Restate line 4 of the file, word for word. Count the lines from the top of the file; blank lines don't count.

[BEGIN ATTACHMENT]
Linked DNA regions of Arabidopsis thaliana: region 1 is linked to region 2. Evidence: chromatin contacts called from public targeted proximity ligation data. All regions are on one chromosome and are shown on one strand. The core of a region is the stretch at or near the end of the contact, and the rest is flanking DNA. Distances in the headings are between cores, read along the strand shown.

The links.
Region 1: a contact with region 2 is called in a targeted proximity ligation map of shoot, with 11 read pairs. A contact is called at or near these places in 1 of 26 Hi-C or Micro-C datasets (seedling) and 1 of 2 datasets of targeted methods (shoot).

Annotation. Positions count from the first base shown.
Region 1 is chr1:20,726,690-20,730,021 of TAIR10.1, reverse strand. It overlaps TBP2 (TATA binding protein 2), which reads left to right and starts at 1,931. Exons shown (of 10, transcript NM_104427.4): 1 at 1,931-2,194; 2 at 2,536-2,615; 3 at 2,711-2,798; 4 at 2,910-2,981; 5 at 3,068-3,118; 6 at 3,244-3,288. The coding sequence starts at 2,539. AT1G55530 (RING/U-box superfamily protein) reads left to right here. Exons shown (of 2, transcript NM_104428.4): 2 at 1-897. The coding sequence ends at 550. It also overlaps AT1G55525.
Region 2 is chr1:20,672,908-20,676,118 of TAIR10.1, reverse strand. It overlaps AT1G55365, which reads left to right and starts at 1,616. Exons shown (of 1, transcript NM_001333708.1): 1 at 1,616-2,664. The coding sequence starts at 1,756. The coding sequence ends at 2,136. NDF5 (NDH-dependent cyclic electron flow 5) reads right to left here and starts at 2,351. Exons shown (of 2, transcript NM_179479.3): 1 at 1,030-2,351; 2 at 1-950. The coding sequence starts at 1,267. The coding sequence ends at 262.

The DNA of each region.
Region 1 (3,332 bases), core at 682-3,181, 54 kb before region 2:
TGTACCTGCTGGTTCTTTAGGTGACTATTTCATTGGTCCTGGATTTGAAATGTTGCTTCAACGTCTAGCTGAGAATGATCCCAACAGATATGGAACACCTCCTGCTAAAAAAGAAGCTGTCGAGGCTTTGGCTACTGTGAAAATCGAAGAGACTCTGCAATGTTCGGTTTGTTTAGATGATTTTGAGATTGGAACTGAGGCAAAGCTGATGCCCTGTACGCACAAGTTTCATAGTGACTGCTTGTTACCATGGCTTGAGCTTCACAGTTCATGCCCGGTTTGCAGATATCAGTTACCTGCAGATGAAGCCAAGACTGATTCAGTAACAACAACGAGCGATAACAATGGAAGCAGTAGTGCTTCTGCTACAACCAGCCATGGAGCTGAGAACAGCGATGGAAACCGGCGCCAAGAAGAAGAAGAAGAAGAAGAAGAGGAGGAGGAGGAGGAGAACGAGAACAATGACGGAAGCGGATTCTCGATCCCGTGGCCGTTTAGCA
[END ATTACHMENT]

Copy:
Annotation. Positions count from the first base shown.